CD, or not CD, that is the question: a digital interobserver agreement study in coeliac disease

James Denholm, Benjamin A Schreiber, Florian Jaeckle, Mike N Wicks, Emyr W Benbow, Tim S Bracey, James Y H Chan, Lorant Farkas, Eve Fryer, Kishore Gopalakrishnan, Caroline A Hughes, Kathryn J Kirkwood, Gerald Langman, Betania Mahler-Araujo, Raymond F T McMahon, Khun La Win Myint, Sonali Natu, Andrew Robinson, Ashraf Sanduka, Katharine A SheppardYee Wah Tsang, Mark J Arends, Elizabeth J Soilleux

Research output: Contribution to journalArticlepeer-review

Abstract

OBJECTIVE: Coeliac disease (CD) diagnosis generally depends on histological examination of duodenal biopsies. We present the first study analysing the concordance in examination of duodenal biopsies using digitised whole-slide images (WSIs). We further investigate whether the inclusion of immunoglobulin A tissue transglutaminase (IgA tTG) and haemoglobin (Hb) data improves the interobserver agreement of diagnosis.

DESIGN: We undertook a large study of the concordance in histological examination of duodenal biopsies using digitised WSIs in an entirely virtual reporting setting. Our study was organised in two phases: in phase 1, 13 pathologists independently classified 100 duodenal biopsies (40 normal; 40 CD; 20 indeterminate enteropathy) in the absence of any clinical or laboratory data. In phase 2, the same pathologists examined the (re-anonymised) WSIs with the inclusion of IgA tTG and Hb data.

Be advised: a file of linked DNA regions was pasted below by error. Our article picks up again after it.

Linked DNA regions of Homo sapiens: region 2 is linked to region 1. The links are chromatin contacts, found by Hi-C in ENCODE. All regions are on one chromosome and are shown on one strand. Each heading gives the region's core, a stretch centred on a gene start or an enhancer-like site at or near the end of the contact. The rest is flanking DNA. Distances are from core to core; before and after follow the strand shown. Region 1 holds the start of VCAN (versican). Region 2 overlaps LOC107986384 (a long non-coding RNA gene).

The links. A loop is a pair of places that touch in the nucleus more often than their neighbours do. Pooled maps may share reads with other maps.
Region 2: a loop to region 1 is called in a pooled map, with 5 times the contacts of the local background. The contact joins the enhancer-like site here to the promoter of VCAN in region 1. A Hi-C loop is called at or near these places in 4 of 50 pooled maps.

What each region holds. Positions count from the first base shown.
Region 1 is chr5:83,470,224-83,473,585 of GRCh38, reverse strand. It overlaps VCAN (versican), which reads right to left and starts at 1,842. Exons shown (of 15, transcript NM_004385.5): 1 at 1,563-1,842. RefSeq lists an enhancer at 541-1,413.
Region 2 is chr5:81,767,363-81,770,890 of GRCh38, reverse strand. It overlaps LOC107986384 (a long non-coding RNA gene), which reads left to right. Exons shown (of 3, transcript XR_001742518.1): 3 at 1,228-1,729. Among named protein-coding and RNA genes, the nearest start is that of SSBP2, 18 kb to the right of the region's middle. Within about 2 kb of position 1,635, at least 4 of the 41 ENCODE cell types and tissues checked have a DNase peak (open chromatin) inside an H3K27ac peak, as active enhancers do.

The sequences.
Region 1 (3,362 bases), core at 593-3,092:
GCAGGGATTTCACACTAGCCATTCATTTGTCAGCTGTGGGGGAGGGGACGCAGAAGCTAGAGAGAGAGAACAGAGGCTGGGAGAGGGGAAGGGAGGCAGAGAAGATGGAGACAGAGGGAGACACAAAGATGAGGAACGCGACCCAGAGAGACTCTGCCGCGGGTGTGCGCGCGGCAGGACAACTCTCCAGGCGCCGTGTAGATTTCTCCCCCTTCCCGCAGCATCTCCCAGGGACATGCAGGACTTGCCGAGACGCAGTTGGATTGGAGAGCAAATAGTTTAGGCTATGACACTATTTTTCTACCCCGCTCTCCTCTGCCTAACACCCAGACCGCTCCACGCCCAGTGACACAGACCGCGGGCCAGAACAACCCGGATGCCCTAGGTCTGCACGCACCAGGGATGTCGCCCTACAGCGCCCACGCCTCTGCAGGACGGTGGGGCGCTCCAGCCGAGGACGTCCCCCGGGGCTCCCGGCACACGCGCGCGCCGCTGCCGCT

RESULTS: We found the mean probability of two observers agreeing in the absence of additional data to be 0.73 (±0.08) with a corresponding Cohen's kappa of 0.59 (±0.11). We further showed that the inclusion of additional data increased the concordance to 0.80 (±0.06) with a Cohen's kappa coefficient of 0.67 (±0.09).

CONCLUSION: We showed that the addition of serological data significantly improves the quality of CD diagnosis. However, the limited interobserver agreement in CD diagnosis using digitised WSIs, even after the inclusion of IgA tTG and Hb data, indicates the importance of interpreting duodenal biopsy in the appropriate clinical context. It further highlights the unmet need for an objective means of reproducible duodenal biopsy diagnosis, such as the automated analysis of WSIs using artificial intelligence.

Original languageEnglish
JournalBMJ Open Gastroenterology
Volume11
Issue number1
DOIs
Publication statusPublished - 1 Feb 2024

Keywords

  • Humans
  • Celiac Disease/diagnosis
  • Transglutaminases
  • Artificial Intelligence
  • Observer Variation
  • Immunoglobulin A

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